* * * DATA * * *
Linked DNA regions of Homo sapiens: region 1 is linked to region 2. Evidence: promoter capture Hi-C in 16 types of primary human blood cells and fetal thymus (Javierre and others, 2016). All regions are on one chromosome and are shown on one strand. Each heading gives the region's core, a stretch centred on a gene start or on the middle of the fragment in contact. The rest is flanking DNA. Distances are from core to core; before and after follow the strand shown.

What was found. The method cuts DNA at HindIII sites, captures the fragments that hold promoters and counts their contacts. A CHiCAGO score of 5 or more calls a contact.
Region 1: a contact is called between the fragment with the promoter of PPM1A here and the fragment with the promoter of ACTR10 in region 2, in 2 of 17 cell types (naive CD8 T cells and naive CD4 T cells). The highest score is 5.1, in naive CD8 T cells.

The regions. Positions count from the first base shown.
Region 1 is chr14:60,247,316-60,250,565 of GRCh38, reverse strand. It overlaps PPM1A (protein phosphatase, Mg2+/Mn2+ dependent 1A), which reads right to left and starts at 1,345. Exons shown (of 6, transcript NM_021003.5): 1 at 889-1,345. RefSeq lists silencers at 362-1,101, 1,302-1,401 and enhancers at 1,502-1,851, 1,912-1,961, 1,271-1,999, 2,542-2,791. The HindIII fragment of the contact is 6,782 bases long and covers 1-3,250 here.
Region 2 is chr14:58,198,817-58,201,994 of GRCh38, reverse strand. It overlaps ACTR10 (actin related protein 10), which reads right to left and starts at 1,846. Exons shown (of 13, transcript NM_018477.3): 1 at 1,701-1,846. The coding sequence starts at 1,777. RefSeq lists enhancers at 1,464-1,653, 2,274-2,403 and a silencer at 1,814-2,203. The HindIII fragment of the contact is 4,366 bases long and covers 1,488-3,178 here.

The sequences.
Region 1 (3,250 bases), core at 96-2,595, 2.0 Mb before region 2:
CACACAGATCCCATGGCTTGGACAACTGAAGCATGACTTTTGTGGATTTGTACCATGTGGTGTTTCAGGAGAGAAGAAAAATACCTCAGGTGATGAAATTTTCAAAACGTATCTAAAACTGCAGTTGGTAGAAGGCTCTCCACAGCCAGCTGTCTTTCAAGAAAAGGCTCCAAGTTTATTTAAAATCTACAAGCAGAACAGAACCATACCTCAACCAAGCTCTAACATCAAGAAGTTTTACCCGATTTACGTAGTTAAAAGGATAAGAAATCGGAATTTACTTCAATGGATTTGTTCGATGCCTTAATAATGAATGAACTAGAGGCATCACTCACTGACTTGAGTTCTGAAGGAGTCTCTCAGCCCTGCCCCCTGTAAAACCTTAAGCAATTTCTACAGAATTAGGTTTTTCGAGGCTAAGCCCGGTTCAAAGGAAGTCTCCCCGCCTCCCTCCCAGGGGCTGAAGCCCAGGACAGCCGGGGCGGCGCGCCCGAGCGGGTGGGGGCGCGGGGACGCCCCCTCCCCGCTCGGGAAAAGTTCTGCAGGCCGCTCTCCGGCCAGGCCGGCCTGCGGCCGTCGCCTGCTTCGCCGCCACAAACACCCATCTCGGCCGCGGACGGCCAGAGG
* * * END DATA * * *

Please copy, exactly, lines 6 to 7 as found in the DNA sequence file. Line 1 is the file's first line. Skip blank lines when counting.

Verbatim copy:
Region 2 is chr14:58,198,817-58,201,994 of GRCh38, reverse strand. It overlaps ACTR10 (actin related protein 10), which reads right to left and starts at 1,846. Exons shown (of 13, transcript NM_018477.3): 1 at 1,701-1,846. The coding sequence starts at 1,777. RefSeq lists enhancers at 1,464-1,653, 2,274-2,403 and a silencer at 1,814-2,203. The HindIII fragment of the contact is 4,366 bases long and covers 1,488-3,178 here.

The sequences.